As healthcare performance priorities shift away from acute-care prowess and toward improving health status and quality of life, the measure of a comprehensive health network could hinge on how it handles chronic illnesses.
About 43 million people suffer from some chronic disability such as diabetes, arthritis or lung ailments, and the number is on the rise with the aging of the nation's population.
That's the concern motivating the National Chronic Care Consortium, created in 1991 as a national "laboratory" for not-for-profit health systems to develop innovative financing and care programs for the chronically ill.
Among the programs taken on: a mechanism to help networks assess their progress toward integrating a range of sites and services to manage chronic illnesses efficiently.
Last month the consortium capped a two-year effort to develop what it calls a "living tool," both practical and flexible, for health networks to use in integrating their care components. Called the Self-Assessment for Systems Integration, or SASI, the tool identifies nine essential objectives for chronic-care integration (See chart).
The regimen and supporting information were made available to the 27 health networks in the consortium. In addition, a licensing agreement for SASI materials is being offered to networks outside the coalition for fees ranging from $2,500 to $6,500 depending on the amount of additional support needed.
The main focus of the assessment program is to consider the individual in all aspects of care delivery-including the home-and not only guard against worsening conditions but also try to prevent further disability through preventive action, said Anjali Russano, project analyst.
That can't be done in a fragmented system that may discharge a hospitalized diabetes patient to an outpatient facility and then lose track of the person, Russano said. Like other chronic illnesses, diabetes causes complications that can get worse if not caught in early stages, she said.
People with chronic conditions are healthcare's highest-cost and fastest-growing group needing services, according to the consortium. About 80% of all deaths and 90% of all morbidity-complications of illness-can be traced to chronic conditions, according to the coalition's figures.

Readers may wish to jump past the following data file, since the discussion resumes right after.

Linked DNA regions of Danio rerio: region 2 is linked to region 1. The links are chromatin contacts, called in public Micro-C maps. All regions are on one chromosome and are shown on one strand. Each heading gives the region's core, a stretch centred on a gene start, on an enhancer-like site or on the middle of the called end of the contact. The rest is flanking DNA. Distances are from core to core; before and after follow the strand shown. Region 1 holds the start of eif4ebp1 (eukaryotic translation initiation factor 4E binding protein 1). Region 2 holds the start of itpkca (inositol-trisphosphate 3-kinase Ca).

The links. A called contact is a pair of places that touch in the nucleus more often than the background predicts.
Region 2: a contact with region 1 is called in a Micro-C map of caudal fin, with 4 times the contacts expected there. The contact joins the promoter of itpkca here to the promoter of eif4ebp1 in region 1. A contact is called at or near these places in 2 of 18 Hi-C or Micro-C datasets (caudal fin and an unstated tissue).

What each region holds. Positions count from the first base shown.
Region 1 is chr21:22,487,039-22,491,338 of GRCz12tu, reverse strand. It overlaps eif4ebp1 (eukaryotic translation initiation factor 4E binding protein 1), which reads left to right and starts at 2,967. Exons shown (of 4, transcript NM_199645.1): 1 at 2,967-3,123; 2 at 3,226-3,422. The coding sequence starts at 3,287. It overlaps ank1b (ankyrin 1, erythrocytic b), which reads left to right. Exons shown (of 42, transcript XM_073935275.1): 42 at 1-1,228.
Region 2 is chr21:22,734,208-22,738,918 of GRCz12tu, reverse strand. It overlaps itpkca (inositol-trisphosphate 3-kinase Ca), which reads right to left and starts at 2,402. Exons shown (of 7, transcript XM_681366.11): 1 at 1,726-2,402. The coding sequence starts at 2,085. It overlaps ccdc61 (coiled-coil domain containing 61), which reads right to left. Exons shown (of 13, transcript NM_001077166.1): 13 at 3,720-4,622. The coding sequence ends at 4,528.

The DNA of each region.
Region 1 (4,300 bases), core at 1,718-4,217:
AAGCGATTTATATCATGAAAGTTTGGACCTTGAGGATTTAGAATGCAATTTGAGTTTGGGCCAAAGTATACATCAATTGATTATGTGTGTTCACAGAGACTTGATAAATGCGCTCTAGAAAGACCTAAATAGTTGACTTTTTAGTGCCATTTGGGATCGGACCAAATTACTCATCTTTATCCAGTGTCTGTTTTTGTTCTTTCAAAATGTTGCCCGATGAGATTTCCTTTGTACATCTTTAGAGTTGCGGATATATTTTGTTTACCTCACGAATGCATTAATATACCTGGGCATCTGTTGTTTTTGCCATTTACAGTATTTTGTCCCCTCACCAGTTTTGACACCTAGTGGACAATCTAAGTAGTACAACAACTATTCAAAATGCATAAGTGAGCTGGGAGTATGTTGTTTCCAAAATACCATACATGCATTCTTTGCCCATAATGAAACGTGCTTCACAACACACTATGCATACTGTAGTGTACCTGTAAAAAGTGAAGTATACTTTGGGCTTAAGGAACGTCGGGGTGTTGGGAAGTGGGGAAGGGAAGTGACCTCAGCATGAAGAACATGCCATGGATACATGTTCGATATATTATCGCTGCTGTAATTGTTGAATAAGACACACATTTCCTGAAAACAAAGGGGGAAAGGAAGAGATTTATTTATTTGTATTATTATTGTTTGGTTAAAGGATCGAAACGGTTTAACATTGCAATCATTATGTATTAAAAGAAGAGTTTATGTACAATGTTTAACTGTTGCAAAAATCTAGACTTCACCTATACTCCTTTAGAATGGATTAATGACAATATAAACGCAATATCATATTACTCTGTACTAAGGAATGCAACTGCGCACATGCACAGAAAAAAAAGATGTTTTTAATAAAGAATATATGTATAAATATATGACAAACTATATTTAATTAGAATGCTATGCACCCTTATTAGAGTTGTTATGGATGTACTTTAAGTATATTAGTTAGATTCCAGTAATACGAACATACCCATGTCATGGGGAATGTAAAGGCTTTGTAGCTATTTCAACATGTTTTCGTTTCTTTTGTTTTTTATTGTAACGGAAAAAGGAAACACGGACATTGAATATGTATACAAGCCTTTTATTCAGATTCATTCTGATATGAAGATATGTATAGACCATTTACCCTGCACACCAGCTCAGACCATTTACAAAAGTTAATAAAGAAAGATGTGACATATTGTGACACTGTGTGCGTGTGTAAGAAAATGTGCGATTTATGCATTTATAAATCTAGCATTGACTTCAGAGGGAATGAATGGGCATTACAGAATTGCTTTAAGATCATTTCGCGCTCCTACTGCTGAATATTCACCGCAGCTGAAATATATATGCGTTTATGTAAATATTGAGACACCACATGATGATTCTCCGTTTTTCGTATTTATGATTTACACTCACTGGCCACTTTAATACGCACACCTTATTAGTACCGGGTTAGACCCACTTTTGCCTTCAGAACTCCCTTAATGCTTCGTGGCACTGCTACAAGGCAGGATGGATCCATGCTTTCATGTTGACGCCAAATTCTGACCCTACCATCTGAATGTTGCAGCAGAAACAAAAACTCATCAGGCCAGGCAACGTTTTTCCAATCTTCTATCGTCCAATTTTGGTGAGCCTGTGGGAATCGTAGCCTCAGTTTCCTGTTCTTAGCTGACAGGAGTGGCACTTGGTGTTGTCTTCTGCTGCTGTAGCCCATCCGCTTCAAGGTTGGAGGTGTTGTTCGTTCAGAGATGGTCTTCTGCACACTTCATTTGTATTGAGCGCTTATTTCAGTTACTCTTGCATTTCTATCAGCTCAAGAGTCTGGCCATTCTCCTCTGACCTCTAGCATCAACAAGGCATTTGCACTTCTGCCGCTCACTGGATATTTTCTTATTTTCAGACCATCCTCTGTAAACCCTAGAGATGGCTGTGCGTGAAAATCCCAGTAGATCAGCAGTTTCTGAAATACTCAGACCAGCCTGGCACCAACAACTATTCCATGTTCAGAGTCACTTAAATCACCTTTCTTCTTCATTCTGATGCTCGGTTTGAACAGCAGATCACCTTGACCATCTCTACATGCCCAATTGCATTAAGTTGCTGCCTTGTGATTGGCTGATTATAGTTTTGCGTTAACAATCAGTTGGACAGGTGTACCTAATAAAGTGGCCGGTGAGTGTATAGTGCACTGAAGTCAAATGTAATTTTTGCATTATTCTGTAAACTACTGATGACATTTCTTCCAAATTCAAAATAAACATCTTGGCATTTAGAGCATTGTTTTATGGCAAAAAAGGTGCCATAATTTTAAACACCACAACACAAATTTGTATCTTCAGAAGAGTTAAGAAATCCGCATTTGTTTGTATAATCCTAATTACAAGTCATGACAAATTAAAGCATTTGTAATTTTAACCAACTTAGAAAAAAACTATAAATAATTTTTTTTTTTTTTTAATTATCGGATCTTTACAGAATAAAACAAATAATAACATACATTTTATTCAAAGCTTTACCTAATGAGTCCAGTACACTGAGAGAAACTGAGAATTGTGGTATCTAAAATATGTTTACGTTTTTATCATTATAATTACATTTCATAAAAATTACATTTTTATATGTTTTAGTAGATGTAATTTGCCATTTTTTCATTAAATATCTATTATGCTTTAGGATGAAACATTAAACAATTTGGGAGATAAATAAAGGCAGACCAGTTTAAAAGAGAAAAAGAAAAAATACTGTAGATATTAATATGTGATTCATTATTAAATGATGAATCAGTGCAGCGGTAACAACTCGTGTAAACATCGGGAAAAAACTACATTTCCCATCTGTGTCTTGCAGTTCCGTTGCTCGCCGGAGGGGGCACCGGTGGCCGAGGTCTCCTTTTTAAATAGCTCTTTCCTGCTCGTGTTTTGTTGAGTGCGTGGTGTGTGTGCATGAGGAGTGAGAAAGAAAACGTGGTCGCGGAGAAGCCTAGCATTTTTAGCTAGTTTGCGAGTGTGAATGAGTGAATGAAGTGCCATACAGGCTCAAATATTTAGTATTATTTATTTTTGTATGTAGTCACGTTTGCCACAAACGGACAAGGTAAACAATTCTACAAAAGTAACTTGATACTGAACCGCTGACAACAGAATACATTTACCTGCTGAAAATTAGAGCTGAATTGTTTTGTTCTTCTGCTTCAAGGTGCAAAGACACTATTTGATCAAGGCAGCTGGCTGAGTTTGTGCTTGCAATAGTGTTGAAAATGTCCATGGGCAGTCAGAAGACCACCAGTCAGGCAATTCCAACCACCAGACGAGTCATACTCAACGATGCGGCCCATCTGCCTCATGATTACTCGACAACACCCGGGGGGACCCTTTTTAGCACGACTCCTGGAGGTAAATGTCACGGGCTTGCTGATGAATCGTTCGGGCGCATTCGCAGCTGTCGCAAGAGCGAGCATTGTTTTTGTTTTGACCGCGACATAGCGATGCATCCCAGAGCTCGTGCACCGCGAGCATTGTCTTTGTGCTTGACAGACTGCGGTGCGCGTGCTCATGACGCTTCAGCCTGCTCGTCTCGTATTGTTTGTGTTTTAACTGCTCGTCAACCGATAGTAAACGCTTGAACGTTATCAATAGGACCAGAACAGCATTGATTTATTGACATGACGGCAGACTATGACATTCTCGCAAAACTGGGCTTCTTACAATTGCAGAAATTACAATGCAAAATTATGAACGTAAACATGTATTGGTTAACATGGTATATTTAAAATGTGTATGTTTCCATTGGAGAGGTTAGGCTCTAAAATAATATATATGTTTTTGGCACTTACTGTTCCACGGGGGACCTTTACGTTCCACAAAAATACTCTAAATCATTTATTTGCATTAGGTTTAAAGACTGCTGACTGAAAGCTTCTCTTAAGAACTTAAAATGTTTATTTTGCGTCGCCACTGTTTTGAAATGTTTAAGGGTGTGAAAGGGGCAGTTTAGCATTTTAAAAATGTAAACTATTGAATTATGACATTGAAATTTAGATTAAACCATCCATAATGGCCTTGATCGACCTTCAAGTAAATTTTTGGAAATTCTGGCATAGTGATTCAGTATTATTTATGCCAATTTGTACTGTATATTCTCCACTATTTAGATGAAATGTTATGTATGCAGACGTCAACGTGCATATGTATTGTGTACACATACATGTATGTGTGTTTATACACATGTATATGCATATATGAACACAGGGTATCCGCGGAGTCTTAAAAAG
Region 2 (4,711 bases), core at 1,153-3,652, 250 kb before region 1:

To begin the strategic process of developing chronic-care integration, networks need a way to get clinicians and managers communicating across boundaries and different healthcare disciplines, said Russano, and that's one of the goals of SASI.
Just getting key representatives together for an organized look at what each contributes to the care of a chronically ill person can foster ways to work together that were never considered, said a spokeswoman for the consortium.
When the SASI initiative was launched two years ago, it was intended to be a quantitative measurement system for progress toward integration, Russano said. But the "report card" focus was abandoned when a 15-member committee found it difficult to come up with such measures.
The project, funded by a $360,000 grant from the John A. Hartford Foundation, shifted its emphasis to a practical, step-by-step guide for knitting together chronic-care networks and assessing their performance, Russano said.
The process was field-tested by five of the consortium's members: Beverly (Mass.) Hospital; Henry Ford Health System, Detroit; Intermountain Health Care, Salt Lake City; Philadelphia Geriatric Center; and Sutter Health, Sacramento, Calif.
The Bloomington, Minn.-based National Chronic Care Consortium plans a general session on the integration tool on May 8 in San Francisco.